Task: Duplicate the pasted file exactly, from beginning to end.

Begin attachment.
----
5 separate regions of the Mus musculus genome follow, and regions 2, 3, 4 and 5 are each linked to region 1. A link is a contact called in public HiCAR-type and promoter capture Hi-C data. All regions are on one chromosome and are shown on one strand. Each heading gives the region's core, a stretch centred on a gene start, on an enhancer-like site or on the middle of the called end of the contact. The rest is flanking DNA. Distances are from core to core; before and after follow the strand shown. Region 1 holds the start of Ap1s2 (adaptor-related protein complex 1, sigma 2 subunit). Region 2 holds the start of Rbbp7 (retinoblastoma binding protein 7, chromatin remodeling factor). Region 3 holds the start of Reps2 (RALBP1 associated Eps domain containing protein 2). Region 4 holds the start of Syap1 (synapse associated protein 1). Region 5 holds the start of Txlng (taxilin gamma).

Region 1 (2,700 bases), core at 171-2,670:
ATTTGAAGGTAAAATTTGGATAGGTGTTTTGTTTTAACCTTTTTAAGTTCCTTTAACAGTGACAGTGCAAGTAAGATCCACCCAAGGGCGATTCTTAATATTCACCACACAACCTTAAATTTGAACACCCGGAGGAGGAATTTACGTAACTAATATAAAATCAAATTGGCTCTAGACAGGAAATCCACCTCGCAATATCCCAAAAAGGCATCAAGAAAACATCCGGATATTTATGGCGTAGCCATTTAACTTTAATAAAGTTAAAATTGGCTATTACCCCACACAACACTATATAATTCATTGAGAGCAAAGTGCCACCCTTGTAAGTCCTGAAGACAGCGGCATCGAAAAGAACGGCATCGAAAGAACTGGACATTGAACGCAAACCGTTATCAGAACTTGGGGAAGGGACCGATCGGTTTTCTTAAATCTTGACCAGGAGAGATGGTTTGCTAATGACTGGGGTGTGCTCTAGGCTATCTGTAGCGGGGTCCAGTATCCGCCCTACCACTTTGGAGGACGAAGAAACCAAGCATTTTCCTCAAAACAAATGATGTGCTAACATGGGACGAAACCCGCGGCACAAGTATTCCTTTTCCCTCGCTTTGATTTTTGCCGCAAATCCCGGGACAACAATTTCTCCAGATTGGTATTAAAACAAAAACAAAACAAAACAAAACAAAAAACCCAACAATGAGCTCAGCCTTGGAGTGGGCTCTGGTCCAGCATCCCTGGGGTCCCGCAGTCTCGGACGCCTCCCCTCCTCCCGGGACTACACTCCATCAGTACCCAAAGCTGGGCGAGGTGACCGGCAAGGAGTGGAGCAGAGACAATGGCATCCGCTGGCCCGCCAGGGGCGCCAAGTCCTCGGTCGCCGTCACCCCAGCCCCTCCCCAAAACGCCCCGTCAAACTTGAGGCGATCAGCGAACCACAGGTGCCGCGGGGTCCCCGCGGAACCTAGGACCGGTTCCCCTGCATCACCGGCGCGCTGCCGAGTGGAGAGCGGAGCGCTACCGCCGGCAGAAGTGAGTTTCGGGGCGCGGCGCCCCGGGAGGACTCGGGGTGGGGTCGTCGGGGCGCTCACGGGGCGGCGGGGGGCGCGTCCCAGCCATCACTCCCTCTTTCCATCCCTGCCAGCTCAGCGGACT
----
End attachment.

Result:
5 separate regions of the Mus musculus genome follow, and regions 2, 3, 4 and 5 are each linked to region 1. A link is a contact called in public HiCAR-type and promoter capture Hi-C data. All regions are on one chromosome and are shown on one strand. Each heading gives the region's core, a stretch centred on a gene start, on an enhancer-like site or on the middle of the called end of the contact. The rest is flanking DNA. Distances are from core to core; before and after follow the strand shown. Region 1 holds the start of Ap1s2 (adaptor-related protein complex 1, sigma 2 subunit). Region 2 holds the start of Rbbp7 (retinoblastoma binding protein 7, chromatin remodeling factor). Region 3 holds the start of Reps2 (RALBP1 associated Eps domain containing protein 2). Region 4 holds the start of Syap1 (synapse associated protein 1). Region 5 holds the start of Txlng (taxilin gamma).

Region 1 (2,700 bases), core at 171-2,670:
ATTTGAAGGTAAAATTTGGATAGGTGTTTTGTTTTAACCTTTTTAAGTTCCTTTAACAGTGACAGTGCAAGTAAGATCCACCCAAGGGCGATTCTTAATATTCACCACACAACCTTAAATTTGAACACCCGGAGGAGGAATTTACGTAACTAATATAAAATCAAATTGGCTCTAGACAGGAAATCCACCTCGCAATATCCCAAAAAGGCATCAAGAAAACATCCGGATATTTATGGCGTAGCCATTTAACTTTAATAAAGTTAAAATTGGCTATTACCCCACACAACACTATATAATTCATTGAGAGCAAAGTGCCACCCTTGTAAGTCCTGAAGACAGCGGCATCGAAAAGAACGGCATCGAAAGAACTGGACATTGAACGCAAACCGTTATCAGAACTTGGGGAAGGGACCGATCGGTTTTCTTAAATCTTGACCAGGAGAGATGGTTTGCTAATGACTGGGGTGTGCTCTAGGCTATCTGTAGCGGGGTCCAGTATCCGCCCTACCACTTTGGAGGACGAAGAAACCAAGCATTTTCCTCAAAACAAATGATGTGCTAACATGGGACGAAACCCGCGGCACAAGTATTCCTTTTCCCTCGCTTTGATTTTTGCCGCAAATCCCGGGACAACAATTTCTCCAGATTGGTATTAAAACAAAAACAAAACAAAACAAAACAAAAAACCCAACAATGAGCTCAGCCTTGGAGTGGGCTCTGGTCCAGCATCCCTGGGGTCCCGCAGTCTCGGACGCCTCCCCTCCTCCCGGGACTACACTCCATCAGTACCCAAAGCTGGGCGAGGTGACCGGCAAGGAGTGGAGCAGAGACAATGGCATCCGCTGGCCCGCCAGGGGCGCCAAGTCCTCGGTCGCCGTCACCCCAGCCCCTCCCCAAAACGCCCCGTCAAACTTGAGGCGATCAGCGAACCACAGGTGCCGCGGGGTCCCCGCGGAACCTAGGACCGGTTCCCCTGCATCACCGGCGCGCTGCCGAGTGGAGAGCGGAGCGCTACCGCCGGCAGAAGTGAGTTTCGGGGCGCGGCGCCCCGGGAGGACTCGGGGTGGGGTCGTCGGGGCGCTCACGGGGCGGCGGGGGGCGCGTCCCAGCCATCACTCCCTCTTTCCATCCCTGCCAGCTCAGCGGACT